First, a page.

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Sumru Belger Krody is senior curator at the George Washington University Museum and The Textile Museum. Krody specializes in textiles from the late antique era and from the Islamic world. She has curated or co-curated 13 exhibitions, including A Nomad’s Art: Kilims of Anatolia; Binding the Clouds: The Art of Central Asian Ikat; Unraveling Identity: Our Textiles, Our Stories; The Sultan’s Garden: The Blossoming of Ottoman Art; and Colors of the Oasis: Central Asian Ikats. She has authored or co-authored seven exhibition-related publications, along with numerous articles and book chapters. She also teaches courses in the Art History Department at GW’s Corcoran School of the Arts & Design.
Born in Izmir, Turkey, Krody holds a bachelor’s degree in classical archaeology from Istanbul University and a master’s in classical archaeology from the University of Pennsylvania. She is a member of the Textile Society of America and Centre International d’Étude des Textiles Anciens.
Tracy Meserve is the librarian for the museum’s Arthur D. Jenkins Library. She holds a bachelor’s degree in English from GW and a master's in library science from the University of Maryland. Meserve formerly served as youth services manager at the Alexandria Public Library, a librarian at DC Public Library, and a publications assistant at the American Association for the Advancement of Science.
Dr. Ruth Barnes is the Thomas Jaffe Curator of Indo-Pacific Art at the Yale University Art Gallery. She received her doctoral degree from Oxford University and was previously textile curator at the Ashmolean Museum, where she organized exhibitions on Asian and Islamic textiles, early Indian Ocean trade, and the theme of pilgrimage. She also curated three new permanent collection galleries established for the Ashmolean’s reopening in 2009. Her publications include The Ikat Textiles of Lamalera: A Study of Eastern Indonesian Weaving Tradition and Indian Block-Printed Textiles in Egypt: The Newberry Collection in the Ashmolean Museum, Oxford. Her book Five Centuries of Indonesian Textiles, co-edited with Mary Kahlenberg, received the R. L. Shep Award in 2010.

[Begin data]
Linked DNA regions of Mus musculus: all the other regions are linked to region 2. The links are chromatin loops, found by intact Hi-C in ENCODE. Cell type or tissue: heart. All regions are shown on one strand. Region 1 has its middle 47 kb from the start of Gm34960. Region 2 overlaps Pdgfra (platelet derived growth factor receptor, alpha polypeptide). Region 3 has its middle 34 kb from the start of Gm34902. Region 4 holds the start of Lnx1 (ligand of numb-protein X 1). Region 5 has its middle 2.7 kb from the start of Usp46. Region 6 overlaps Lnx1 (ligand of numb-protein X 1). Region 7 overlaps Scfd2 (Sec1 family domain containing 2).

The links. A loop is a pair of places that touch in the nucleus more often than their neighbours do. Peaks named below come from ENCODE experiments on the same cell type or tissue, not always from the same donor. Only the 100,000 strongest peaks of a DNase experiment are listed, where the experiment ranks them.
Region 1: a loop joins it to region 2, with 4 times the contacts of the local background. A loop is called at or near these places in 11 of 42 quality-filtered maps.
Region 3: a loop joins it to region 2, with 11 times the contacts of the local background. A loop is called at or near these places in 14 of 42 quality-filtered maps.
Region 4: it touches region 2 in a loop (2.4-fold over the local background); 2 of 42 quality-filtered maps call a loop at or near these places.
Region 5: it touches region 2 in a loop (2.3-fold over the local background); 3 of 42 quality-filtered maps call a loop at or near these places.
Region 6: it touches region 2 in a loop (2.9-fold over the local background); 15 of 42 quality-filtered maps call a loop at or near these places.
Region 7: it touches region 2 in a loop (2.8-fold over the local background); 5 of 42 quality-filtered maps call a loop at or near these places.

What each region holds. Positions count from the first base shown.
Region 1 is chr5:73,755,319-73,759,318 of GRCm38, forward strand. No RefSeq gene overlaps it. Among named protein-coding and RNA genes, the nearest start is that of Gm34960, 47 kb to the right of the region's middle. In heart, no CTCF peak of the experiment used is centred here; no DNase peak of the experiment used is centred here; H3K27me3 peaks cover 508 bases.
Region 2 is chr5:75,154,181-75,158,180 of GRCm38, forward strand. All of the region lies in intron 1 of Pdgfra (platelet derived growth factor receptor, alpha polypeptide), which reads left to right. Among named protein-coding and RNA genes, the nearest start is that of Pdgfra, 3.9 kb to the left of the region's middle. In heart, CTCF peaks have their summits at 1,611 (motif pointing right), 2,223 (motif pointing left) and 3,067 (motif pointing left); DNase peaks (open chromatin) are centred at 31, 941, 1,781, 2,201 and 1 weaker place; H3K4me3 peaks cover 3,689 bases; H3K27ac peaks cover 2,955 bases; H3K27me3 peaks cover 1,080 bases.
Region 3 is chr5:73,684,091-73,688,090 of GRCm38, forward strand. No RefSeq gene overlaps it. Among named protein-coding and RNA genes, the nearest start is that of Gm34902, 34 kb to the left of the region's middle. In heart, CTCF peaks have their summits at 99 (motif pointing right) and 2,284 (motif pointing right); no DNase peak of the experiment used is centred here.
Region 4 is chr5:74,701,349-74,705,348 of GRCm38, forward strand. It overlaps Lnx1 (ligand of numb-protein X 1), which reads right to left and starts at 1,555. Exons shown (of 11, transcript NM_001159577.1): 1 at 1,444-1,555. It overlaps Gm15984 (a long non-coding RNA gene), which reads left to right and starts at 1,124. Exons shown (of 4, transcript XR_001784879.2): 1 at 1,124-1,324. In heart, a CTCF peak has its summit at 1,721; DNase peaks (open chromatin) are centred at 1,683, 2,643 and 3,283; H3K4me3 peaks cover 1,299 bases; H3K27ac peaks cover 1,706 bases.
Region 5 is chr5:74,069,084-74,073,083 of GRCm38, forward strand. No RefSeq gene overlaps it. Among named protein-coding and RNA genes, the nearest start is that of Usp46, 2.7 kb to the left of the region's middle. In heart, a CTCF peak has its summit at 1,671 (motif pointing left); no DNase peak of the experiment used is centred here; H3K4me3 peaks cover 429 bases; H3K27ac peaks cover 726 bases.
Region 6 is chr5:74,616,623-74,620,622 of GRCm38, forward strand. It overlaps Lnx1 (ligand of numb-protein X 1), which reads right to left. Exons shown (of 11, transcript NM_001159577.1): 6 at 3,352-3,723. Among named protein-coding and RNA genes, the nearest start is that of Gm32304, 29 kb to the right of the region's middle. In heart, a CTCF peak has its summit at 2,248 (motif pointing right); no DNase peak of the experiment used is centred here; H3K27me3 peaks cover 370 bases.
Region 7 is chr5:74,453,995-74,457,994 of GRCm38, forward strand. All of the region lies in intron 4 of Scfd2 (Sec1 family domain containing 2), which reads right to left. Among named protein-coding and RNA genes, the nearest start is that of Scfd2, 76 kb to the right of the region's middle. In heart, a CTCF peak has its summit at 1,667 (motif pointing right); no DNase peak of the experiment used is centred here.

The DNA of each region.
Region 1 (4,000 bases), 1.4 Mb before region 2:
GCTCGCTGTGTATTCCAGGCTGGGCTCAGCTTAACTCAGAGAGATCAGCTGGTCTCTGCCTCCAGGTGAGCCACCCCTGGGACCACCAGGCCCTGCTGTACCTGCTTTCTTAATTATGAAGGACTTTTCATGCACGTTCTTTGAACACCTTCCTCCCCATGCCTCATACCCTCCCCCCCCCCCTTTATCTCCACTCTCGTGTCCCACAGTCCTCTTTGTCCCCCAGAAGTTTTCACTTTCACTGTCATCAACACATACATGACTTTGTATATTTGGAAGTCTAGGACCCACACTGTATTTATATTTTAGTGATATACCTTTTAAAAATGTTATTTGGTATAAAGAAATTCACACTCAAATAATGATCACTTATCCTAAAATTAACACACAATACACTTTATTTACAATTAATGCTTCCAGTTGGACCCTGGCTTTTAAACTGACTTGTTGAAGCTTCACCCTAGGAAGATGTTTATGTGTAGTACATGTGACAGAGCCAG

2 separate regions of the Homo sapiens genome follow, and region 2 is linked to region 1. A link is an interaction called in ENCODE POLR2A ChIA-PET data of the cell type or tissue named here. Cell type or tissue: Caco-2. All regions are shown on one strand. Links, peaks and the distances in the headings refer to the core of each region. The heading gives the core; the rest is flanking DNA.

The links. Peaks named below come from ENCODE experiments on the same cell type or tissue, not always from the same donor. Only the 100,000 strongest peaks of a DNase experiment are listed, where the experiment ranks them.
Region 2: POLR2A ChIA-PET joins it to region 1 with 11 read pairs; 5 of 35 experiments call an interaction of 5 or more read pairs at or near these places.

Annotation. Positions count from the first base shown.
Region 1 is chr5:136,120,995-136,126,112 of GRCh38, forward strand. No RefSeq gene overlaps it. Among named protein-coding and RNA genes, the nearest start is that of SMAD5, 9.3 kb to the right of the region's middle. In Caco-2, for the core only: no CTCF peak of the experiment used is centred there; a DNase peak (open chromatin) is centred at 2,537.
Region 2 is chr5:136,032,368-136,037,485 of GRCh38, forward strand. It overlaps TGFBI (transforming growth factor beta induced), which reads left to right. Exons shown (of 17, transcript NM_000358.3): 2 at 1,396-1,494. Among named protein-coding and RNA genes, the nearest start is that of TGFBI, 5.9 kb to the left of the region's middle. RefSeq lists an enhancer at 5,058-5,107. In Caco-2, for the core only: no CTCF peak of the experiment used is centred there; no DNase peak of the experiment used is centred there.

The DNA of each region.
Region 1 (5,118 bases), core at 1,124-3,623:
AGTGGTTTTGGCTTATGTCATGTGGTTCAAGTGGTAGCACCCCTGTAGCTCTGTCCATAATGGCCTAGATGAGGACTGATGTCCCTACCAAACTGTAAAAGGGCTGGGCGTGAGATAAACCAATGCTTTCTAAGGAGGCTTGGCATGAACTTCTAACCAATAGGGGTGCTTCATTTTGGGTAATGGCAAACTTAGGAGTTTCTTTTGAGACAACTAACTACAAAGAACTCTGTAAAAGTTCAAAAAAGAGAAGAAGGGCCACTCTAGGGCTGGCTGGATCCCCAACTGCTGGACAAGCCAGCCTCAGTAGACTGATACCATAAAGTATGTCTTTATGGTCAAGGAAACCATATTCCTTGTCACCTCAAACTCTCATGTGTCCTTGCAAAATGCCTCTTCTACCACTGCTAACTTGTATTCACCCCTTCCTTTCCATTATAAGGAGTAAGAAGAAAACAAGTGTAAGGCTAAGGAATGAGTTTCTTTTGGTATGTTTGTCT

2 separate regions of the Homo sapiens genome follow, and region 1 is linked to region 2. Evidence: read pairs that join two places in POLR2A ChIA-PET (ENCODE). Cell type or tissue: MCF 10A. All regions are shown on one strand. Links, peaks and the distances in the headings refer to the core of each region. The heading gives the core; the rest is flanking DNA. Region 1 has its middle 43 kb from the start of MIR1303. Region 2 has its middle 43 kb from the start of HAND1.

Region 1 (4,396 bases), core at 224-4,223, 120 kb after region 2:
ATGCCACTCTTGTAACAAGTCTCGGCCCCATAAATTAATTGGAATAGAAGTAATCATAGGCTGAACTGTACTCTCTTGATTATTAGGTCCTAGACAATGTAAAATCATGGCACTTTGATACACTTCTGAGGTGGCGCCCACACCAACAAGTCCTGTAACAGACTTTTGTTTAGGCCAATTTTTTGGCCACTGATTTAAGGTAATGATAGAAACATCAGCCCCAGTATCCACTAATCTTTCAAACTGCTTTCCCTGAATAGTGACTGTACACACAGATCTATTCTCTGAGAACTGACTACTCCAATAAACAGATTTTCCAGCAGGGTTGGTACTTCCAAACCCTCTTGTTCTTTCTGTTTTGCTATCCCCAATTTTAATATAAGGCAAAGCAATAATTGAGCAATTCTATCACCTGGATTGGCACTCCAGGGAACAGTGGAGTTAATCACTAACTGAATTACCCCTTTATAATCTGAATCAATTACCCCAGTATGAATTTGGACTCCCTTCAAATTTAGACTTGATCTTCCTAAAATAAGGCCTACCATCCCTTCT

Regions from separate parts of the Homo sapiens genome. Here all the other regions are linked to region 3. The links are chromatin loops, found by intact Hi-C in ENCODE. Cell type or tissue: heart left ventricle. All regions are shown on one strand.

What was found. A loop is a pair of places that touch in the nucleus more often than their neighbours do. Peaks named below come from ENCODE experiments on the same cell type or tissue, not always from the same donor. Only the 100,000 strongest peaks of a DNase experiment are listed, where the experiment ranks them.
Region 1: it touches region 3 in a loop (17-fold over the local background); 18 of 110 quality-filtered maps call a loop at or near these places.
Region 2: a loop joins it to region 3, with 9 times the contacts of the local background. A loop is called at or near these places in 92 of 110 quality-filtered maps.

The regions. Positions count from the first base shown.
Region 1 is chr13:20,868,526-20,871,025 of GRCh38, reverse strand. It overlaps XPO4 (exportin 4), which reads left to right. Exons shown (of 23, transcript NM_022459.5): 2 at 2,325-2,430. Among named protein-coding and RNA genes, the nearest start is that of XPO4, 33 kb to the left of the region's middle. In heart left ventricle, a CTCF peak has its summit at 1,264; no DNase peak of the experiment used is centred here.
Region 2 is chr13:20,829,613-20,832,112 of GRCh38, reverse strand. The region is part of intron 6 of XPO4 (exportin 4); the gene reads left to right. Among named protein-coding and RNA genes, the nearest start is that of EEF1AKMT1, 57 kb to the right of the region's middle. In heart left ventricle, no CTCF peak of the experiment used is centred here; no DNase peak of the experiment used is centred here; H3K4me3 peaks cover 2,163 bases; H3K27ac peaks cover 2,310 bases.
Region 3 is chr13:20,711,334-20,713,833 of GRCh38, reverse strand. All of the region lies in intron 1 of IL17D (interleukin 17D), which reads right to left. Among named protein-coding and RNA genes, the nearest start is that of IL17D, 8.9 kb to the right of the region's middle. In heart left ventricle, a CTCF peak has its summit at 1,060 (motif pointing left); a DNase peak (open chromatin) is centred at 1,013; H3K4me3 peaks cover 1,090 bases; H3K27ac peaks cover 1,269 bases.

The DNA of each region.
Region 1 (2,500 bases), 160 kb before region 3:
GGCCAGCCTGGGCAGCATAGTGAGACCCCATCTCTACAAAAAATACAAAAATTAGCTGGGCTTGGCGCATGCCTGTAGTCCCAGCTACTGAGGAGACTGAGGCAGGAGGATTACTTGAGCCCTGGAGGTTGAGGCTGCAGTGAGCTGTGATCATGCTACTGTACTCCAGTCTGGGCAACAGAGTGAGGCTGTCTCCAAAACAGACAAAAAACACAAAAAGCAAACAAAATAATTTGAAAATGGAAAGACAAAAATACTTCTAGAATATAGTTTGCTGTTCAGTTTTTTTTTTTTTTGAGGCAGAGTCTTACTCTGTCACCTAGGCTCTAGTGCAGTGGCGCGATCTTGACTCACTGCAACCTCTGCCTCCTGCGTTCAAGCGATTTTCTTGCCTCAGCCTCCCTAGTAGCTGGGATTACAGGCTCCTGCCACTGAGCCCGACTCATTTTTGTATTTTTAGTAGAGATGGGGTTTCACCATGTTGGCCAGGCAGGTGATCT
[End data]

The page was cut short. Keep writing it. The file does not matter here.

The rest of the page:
Dr. Birgitt Borkopp-Restle is a professor of the history of textile arts at the University of Bern in Switzerland. She graduated with a doctoral degree in art history from Bonn University in Germany. In 1993 she was appointed curator of the Department of Textiles and Costume at the Bayerisches Nationalmuseum in Munich, where she curated exhibitions, published, and taught at the universities of Augsburg and Bamberg. From 2005 until 2008, Dr. Borkopp-Restle served as director of the Museum of Applied Arts in Cologne, while continuing to teach at the universities of Bonn, Dortmund, Düsseldorf, and Basel. Since 2009 she has established master’s and doctoral programs for the history of textile arts in Bern, and served as president of the Centre International d’Étude des Textiles Anciens. Her main subjects of research are medieval and early modern European textiles; the history of textile collections; the role of textiles in court ceremony and representation; and the exchange between the East and the West during the 16th to 18th centuries.
Dr. Walter B. Denny is a professor of art history at the University of Massachusetts Amherst. He received master’s and doctoral degrees in fine arts from Harvard University. His primary field of teaching and research is the art and architecture of the Islamic world, particularly the artistic traditions of the Ottoman Turks; Islamic carpets and textiles; and issues of economics and patronage in Islamic art. Dr. Denny has held curatorial positions at the Harvard University Art Museums and the Smith College Museum of Art, and is currently the Charles Grant Ellis Research Associate in Islamic Carpets for the George Washington University Museum and The Textile Museum. Since 2007 Denny has served as senior consultant in the Department of Islamic Art at the Metropolitan Museum of Art in New York. He has curated more than two dozen exhibitions and authored more than 200 publications on Islamic art, including: The Carpet and the Connoisseur, How to Read Islamic Carpets, and The Sultan's Garden: The Blossoming of Ottoman Art. In 2012 he received the George Hewitt Myers Award for lifetime achievement in textile scholarship from The Textile Museum.